Jorge Borges: Short Stories


Jorge Francisco Isidoro Luis Borges KBE (/ˈbɔrhɛs/;[1] Spanish: [ˈxorxe ˈlwis ˈborxes]  audio ) (24 August 1899 – 14 June 1986), was an Argentine short-story writer, essayist, poet and translator, and a key figure in Spanish language literature. His work embraces the "character of unreality in all literature".[2] His best-known books, Ficciones (Fictions) and El Aleph (The Aleph), published in the 1940s, are compilations of short stories interconnected by common themes, including dreams, labyrinths, libraries, mirrors, fictional writers, philosophy, and religion. Borges has been described by literary critics as Latin Americas' monumental writer.

Borges's works have contributed to philosophical literature and also to the fantasy genre. Critic Ángel Flores, the first to use the term magical realism to define a genre that reacted against the dominant realism and naturalism of the 19th century,[3] considers the beginning of the movement to be the release of Borges's A Universal History of Infamy (Historia universal de la infamia).[3][4] However, some critics would consider Borges to be a predecessor and not actually a magical realist. His late poems dialogue with such cultural figures as Spinoza, Camões, and Virgil.

In 1914 his family moved to Switzerland, where he studied at the Collège de Genève. The family travelled widely in Europe, including stays in Spain. On his return to Argentina in 1921, Borges began publishing his poems and essays in surrealist literary journals. He also worked as a librarian and public lecturer. In 1955 he was appointed director of the National Public Library and professor of English Literature at the University of Buenos Aires. He became completely blind at the age of 55; as he never learned braille, he became unable to read. Scholars have suggested that his progressive blindness helped him to create innovative literary symbols through imagination.[5] In 1961 he came to international attention when he received the first Formentor prize (Prix International), which he shared with Samuel Beckett. In 1971 he won the Jerusalem Prize. His work was translated and published widely in the United States and in Europe. Borges himself was fluent in several languages. He dedicated his final work, The Conspirators, to the city of Geneva, Switzerland.[6]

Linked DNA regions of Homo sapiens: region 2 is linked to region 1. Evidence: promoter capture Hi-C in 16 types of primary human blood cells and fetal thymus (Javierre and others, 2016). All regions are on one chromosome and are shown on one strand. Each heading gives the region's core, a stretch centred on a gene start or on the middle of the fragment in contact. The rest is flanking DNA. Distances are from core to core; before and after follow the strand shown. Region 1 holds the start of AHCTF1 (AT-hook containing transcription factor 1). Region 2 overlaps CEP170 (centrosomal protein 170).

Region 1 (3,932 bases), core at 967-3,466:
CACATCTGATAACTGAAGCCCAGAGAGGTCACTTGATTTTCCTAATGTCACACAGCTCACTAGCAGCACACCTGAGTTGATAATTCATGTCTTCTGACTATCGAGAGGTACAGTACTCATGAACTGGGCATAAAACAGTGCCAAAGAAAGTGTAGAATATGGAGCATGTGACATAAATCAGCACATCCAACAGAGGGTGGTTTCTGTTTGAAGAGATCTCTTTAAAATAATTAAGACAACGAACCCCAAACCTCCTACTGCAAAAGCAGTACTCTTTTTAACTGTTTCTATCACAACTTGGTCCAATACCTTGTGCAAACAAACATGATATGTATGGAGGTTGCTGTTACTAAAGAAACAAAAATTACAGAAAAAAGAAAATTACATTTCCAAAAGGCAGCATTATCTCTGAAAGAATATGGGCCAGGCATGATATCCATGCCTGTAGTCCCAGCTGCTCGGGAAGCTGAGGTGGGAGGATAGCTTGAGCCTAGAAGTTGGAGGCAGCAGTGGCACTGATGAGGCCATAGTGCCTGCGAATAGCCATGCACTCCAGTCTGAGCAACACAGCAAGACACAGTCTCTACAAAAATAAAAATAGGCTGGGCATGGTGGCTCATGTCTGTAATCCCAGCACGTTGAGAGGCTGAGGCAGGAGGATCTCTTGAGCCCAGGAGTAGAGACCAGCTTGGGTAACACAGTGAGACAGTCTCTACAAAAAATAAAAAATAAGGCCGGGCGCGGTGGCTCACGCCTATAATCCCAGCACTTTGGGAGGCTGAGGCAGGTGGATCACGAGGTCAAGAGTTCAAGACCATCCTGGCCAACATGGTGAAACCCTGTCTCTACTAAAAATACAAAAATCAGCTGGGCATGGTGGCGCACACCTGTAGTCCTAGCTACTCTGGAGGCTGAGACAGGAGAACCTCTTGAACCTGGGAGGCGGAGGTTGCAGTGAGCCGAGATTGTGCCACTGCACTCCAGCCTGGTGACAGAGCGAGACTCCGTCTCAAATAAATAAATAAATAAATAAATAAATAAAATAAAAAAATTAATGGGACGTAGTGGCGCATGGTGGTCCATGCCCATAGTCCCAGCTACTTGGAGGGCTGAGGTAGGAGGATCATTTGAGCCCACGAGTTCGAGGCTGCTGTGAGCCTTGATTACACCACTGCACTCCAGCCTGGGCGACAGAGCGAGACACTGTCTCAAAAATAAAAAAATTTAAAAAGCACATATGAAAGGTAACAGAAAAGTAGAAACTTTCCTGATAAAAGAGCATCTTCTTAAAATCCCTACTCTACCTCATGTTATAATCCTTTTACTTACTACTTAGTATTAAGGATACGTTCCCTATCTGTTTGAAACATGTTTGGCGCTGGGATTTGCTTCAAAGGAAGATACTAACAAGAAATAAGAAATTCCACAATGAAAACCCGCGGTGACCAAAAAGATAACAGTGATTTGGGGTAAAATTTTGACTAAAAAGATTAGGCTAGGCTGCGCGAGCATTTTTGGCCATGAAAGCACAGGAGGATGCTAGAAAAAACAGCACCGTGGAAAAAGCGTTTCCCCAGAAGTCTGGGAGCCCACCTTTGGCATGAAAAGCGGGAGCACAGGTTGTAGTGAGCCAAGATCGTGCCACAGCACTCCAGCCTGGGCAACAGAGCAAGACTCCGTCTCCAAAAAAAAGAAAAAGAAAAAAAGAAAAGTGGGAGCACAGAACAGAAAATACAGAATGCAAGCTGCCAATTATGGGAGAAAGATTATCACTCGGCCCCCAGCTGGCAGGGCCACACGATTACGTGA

His international reputation was consolidated in the 1960s, aided by his works being available in English, by the Latin American Boom and by the success of García Márquez's One Hundred Years of Solitude.[7] Writer and essayist J. M. Coetzee said of him: "He, more than anyone, renovated the language of fiction and thus opened the way to a remarkable generation of Spanish American novelists.".[8]

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